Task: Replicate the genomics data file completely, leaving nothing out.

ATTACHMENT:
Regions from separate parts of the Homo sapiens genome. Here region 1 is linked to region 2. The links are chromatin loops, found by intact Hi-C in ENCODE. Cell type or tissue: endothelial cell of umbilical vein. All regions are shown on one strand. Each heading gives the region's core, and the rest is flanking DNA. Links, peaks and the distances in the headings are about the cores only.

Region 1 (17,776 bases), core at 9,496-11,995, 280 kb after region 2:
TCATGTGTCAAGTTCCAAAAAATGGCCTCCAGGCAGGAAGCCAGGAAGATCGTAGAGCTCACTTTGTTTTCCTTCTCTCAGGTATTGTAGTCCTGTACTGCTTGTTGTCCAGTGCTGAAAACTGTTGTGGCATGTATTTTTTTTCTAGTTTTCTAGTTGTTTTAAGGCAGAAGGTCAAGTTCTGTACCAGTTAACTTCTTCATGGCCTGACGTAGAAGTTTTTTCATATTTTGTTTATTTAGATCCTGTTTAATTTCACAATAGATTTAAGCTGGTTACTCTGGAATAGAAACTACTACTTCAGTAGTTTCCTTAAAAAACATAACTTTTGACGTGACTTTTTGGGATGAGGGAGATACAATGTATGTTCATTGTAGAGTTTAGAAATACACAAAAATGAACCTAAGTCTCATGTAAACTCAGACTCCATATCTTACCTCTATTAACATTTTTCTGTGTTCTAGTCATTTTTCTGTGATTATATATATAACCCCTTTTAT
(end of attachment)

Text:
Regions from separate parts of the Homo sapiens genome. Here region 1 is linked to region 2. The links are chromatin loops, found by intact Hi-C in ENCODE. Cell type or tissue: endothelial cell of umbilical vein. All regions are shown on one strand. Each heading gives the region's core, and the rest is flanking DNA. Links, peaks and the distances in the headings are about the cores only.

Region 1 (17,776 bases), core at 9,496-11,995, 280 kb after region 2:
TCATGTGTCAAGTTCCAAAAAATGGCCTCCAGGCAGGAAGCCAGGAAGATCGTAGAGCTCACTTTGTTTTCCTTCTCTCAGGTATTGTAGTCCTGTACTGCTTGTTGTCCAGTGCTGAAAACTGTTGTGGCATGTATTTTTTTTCTAGTTTTCTAGTTGTTTTAAGGCAGAAGGTCAAGTTCTGTACCAGTTAACTTCTTCATGGCCTGACGTAGAAGTTTTTTCATATTTTGTTTATTTAGATCCTGTTTAATTTCACAATAGATTTAAGCTGGTTACTCTGGAATAGAAACTACTACTTCAGTAGTTTCCTTAAAAAACATAACTTTTGACGTGACTTTTTGGGATGAGGGAGATACAATGTATGTTCATTGTAGAGTTTAGAAATACACAAAAATGAACCTAAGTCTCATGTAAACTCAGACTCCATATCTTACCTCTATTAACATTTTTCTGTGTTCTAGTCATTTTTCTGTGATTATATATATAACCCCTTTTAT